Out of the three categories this was the least offensive. There were some nice descriptions sprinkled throughout the book, but unfortunately it was drowned out by corny dialogue and nonsensical expositions.

Whether it was Julia venting on Sawyer or Win and Emily flirting with each other, the dialogue felt wooden and unnatural; everything just sounded fake. Here is an excerpt of Vance talking about Dulcie to Emily:

“I didn’t know how to handle her on my own. The only thing I could think to do was give her everything she asked for. She tested me at first, asking me for outrageous things, just to see how far I would go. But I never said no. So she got the best of everything. As she got older, she began to take great pleasure in teasing people who didn’t have as much as she did. She could be very cruel sometimes. Julia was a frequent target.”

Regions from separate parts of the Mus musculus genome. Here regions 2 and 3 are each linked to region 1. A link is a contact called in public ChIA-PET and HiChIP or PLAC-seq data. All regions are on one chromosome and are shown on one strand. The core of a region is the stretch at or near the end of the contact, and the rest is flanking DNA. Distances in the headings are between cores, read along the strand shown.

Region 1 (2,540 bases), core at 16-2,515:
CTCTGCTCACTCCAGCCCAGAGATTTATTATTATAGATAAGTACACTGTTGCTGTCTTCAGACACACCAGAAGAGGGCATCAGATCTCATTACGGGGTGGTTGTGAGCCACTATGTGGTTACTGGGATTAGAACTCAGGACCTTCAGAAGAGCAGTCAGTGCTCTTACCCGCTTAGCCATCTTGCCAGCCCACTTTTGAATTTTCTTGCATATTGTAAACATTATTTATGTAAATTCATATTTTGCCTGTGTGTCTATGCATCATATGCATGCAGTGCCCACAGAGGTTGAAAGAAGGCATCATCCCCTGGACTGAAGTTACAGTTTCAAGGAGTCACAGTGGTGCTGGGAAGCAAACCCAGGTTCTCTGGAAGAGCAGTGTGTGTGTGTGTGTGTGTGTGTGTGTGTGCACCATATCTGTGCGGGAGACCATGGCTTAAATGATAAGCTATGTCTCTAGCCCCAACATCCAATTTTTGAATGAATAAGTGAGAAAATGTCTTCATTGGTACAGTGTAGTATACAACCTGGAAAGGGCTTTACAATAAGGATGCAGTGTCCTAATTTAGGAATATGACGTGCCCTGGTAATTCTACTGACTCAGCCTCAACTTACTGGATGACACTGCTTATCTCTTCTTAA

There are so many things wrong with this passage. Vance was supposedly absent for most of his daughter’s young life, so how did he know she was being cruel to everyone? At the end of the book, Vance even says Dulcie never did anything wrong, so that’s a blatant inconsistency. Secondly, no one would talk like this in reality, especially about their own daughter. Read it over to yourself. Have you ever heard anyone talking like this about someone in an actual conversation? It is obvious this passage wasn’t written for Emily, but rather for us, the reader, as a direct explanation and lazy red herring. This is telling, not showing, and that’s bad writing.